, Volume 19, Issue 4, pp 1159-1170
Date: 18 Oct 2011

Evaluation of the giant reed (Arundo donax) in horizontal subsurface flow wetlands for the treatment of recirculating aquaculture system effluent

Rent the article at a discount

Rent now

* Final gross prices may vary according to local VAT.

Get Access



Two emergent macrophytes, Arundo donax and Phragmites australis, were established in experimental subsurface flow, gravel-based constructed wetlands (CWs) receiving untreated recirculating aquaculture system wastewater.

Materials and methods

The hydraulic loading rate was 3.75 cm day−1. Many of the monitored water quality parameters (biological oxygen demand [BOD], total suspended solids [TSS], total phosphorus [TP], total nitrogen [TN], total ammoniacal nitrogen [TAN], nitrate nitrogen [NO3], and Escherichia coli) were removed efficiently by the CWs, to the extent that the CW effluent was suitable for use on human food crops grown for raw produce consumption under Victorian state regulations and also suitable for reuse within aquaculture systems.

Results and discussion

The BOD, TSS, TP, TN, TAN, and E. coli removal in the A. donax and P. australis beds was 94%, 67%, 96%, 97%, 99.6%, and effectively 100% and 95%, 87%, 95%, 98%, 99.7%, and effectively 100%, respectively, with no significant difference (p > 0.007) in performance between the A. donax and P. australis CWs. In this study, as expected, the aboveground yield of A. donax top growth (stems + leaves) (15.0 ± 3.4 kg wet weight) was considerably more than the P. australis beds (7.4 ± 2.8 kg wet weight). The standing crop produced in this short (14-week) trial equates to an estimated 125 and 77 t  ha−1 year−1 biomass (dry weight) for A. donax and P. australis, respectively (assuming that plant growth is similar across a 250-day (September–April) growing season and a single-cut, annual harvest).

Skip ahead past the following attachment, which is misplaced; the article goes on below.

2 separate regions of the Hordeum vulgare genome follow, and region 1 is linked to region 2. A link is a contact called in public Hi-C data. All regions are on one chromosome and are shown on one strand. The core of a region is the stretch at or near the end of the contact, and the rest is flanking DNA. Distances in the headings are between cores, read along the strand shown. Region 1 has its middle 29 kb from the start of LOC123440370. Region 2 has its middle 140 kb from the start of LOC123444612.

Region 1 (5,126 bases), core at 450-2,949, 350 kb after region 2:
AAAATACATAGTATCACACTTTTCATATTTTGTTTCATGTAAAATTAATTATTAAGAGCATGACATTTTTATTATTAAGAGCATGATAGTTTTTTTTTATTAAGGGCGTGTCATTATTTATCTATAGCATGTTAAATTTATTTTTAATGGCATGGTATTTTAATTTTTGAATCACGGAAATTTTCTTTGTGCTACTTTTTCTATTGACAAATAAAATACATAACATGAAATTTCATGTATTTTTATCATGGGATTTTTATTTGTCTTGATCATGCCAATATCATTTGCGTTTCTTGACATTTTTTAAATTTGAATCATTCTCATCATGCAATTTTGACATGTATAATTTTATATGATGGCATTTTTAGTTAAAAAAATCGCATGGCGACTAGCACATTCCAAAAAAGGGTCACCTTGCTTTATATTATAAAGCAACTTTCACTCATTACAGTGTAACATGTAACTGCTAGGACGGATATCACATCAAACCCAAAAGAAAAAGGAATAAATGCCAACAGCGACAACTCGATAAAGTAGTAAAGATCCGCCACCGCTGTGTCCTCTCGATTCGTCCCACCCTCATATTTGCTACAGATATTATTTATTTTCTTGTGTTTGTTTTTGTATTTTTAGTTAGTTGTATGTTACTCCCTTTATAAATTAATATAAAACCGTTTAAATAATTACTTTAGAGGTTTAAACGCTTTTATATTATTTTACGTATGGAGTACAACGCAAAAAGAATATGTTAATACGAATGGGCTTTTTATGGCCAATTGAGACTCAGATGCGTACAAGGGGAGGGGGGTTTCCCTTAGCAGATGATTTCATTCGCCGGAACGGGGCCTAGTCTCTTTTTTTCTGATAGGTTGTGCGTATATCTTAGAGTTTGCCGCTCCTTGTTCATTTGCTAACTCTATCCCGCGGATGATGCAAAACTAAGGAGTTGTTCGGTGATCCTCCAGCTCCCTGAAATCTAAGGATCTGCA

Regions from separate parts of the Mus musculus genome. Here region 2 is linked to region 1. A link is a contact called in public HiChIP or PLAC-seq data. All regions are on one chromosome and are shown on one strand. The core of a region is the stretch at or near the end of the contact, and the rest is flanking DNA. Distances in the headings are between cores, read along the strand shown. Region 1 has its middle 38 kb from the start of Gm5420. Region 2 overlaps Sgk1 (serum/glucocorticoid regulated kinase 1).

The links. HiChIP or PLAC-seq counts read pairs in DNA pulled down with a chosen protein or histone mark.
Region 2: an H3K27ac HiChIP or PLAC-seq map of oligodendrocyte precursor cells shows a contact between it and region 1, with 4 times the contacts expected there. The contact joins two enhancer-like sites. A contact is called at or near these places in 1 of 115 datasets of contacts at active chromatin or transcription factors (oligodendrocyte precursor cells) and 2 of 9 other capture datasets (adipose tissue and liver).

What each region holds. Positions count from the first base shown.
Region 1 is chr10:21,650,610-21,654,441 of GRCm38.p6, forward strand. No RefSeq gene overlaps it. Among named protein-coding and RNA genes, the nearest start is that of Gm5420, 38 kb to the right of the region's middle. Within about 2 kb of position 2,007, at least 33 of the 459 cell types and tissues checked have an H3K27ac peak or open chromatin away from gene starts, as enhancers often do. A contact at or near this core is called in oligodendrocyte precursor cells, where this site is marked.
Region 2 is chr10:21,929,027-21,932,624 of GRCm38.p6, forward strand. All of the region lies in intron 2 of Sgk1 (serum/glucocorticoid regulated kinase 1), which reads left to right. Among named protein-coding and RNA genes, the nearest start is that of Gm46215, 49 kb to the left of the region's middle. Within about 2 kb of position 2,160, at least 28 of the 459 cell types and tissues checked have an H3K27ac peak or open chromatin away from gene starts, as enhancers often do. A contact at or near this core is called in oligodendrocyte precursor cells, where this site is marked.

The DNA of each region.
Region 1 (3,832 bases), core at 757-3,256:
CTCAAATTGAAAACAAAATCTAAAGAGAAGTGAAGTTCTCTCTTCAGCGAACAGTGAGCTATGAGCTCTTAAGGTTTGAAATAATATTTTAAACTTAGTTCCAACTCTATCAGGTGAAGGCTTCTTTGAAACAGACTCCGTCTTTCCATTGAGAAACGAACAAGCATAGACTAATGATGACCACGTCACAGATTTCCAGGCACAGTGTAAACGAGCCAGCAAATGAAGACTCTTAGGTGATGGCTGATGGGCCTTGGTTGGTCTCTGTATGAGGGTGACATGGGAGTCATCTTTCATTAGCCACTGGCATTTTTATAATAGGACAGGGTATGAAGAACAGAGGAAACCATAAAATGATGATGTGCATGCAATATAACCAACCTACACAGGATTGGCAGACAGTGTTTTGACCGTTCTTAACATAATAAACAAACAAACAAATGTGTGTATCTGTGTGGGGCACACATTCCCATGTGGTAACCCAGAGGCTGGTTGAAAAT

The similarity of the performance of the A. donax- and P. australis-planted beds indicates that either may be used in horizontal subsurface flow wetlands treating aquaculture wastewater, although the planting of A. donax provides additional opportunities for secondary income streams through utilization of the energy-rich biomass produced.

Responsible editor: Elena Maestri